The Alentejo suffered a great influence of the Roman presence, which contributed to the implantation and creation of vineyards in several areas, and which are still visible in the tapirs, Roman temples, castles, churches and even in renaissance palaces. The demarcated region of Alentejo is divided into eight sub-regions: Reguengos, Borba, Redondo, Vidigueira, Évora, Granja-Amareleja, Portalegre and Moura. It is also grouped into three poles: Portalegre, Central, and South Alentejo. In Alentejo there are numerous varieties planted. The most important white varieties are: wardrobe, Antão Vaz and Arinto, the importance of the Trincadeira, Aragonez, Castelão and Alicante Bouschet varieties is highlighted.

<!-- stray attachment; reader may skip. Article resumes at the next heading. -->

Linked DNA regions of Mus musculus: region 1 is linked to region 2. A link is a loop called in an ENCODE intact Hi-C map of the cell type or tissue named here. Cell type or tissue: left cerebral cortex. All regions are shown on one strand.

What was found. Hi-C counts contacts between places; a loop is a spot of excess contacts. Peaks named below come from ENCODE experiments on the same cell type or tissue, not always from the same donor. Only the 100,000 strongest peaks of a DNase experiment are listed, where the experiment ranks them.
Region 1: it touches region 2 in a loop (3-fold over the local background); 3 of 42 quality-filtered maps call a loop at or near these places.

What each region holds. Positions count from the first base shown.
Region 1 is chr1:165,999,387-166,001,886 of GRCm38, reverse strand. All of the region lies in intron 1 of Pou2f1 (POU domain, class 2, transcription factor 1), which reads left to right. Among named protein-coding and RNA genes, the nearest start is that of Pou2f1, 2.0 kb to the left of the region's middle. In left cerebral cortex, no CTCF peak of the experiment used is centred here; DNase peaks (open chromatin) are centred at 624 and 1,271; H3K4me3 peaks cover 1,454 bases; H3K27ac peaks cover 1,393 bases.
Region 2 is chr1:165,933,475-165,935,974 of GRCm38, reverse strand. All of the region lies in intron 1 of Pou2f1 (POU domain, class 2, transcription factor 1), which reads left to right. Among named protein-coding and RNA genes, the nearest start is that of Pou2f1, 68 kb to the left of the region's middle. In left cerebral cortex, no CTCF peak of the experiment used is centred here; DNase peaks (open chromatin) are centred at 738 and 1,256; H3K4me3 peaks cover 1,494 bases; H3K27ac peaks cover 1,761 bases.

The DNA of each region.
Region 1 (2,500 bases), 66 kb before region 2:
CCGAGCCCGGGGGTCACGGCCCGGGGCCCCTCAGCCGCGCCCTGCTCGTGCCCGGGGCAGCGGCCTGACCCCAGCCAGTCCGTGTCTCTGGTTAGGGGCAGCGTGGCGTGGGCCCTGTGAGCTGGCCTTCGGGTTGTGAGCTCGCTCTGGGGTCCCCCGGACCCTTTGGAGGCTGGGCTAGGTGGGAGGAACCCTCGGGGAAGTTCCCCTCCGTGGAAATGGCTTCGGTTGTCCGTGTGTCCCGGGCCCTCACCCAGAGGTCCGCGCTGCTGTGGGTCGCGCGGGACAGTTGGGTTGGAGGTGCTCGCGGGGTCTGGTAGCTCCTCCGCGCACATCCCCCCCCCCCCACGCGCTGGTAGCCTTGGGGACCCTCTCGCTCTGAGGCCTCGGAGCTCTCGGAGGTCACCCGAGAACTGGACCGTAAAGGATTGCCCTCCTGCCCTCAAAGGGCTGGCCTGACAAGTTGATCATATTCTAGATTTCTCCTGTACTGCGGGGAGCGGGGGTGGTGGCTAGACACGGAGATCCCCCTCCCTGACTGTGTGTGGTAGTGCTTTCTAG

Alentejo red wines are generally intense, full-bodied, rich in tannins and with aromas of wild and red fruits. Whites are soft, fresh, aromatic and have tropical fruit aromas. In addition to production in the DOC sub-regions, the Alentejo also has a high production and variety of regional wine.